Ian Joffe, MD
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To the editors: Kadunce and colleagues (1) report that cigarette smoking is an independent risk factor for the development of facial wrinkles, although the mechanism is unclear. As noted by the authors, only a subgroup of subjects (27.5%) with a smoking history of more than 50 pack-years were severely wrinkled, a relation similar to that between smoking and chronic obstructive pulmonary disease, in which only 26% of heavy smokers developed airway obstruction. An inverse relation has been reported among vitamin A consumption, retinol levels, and the subsequent development of lung cancer in men (2). Smoking might contribute to the increased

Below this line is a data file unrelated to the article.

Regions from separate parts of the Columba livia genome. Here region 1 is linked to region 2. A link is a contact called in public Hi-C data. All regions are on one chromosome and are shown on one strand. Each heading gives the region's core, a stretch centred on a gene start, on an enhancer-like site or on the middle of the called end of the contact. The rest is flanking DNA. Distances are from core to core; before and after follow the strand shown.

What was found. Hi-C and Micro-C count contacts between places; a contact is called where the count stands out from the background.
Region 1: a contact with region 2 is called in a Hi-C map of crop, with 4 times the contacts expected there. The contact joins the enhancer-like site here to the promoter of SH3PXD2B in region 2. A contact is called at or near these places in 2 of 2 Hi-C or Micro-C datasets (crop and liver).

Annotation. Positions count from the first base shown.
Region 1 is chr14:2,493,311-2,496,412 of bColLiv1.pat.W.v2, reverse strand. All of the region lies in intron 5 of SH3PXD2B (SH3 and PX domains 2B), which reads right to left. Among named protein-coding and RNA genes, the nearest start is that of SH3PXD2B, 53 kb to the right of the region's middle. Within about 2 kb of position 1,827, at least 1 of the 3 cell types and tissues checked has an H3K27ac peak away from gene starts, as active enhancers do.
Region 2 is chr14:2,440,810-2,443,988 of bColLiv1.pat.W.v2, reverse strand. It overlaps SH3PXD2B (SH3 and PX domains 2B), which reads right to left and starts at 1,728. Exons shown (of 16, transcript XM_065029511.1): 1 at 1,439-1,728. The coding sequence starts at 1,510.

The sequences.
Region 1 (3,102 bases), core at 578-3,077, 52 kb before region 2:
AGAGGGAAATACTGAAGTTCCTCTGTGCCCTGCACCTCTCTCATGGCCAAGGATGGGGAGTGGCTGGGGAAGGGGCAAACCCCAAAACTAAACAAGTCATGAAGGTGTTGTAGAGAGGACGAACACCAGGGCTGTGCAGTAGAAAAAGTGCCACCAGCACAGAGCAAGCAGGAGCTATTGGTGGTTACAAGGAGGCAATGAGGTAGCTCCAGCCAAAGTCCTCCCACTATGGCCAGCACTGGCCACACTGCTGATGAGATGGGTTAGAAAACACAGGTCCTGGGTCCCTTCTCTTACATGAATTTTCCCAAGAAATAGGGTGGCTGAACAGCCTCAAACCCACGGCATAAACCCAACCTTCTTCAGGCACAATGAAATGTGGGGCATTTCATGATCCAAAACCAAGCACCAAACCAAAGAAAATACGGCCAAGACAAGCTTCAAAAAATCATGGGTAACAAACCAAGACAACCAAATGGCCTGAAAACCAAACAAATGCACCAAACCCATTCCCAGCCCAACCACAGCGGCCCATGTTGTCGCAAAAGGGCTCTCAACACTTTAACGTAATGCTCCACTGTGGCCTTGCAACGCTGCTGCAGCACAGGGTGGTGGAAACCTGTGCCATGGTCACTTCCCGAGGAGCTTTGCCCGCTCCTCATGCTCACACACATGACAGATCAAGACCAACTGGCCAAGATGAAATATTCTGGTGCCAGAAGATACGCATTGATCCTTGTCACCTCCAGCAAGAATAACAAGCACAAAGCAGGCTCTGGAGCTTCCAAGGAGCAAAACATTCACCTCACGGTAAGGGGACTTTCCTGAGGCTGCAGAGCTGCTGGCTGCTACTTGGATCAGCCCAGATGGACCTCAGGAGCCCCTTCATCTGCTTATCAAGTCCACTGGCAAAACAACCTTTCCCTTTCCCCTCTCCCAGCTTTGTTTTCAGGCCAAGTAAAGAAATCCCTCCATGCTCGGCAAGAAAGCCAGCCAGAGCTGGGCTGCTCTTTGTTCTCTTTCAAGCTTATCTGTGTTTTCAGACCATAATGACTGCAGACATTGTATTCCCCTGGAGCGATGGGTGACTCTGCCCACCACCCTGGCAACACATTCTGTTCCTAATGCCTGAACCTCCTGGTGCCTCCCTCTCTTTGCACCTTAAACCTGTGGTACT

Joffe I. Cigarette Smoking and Facial Wrinkling. Ann Intern Med. 1991;115:659–660. doi: https://doi.org/10.7326/0003-4819-115-8-659
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Published: Ann Intern Med. 1991;115(8):659-660.
Cardiology, Coronary Risk Factors, Smoking, Tobacco, Alcohol, and Other Substance Abuse.
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Print ISSN: 0003-4819 | Online ISSN: 1539-3704
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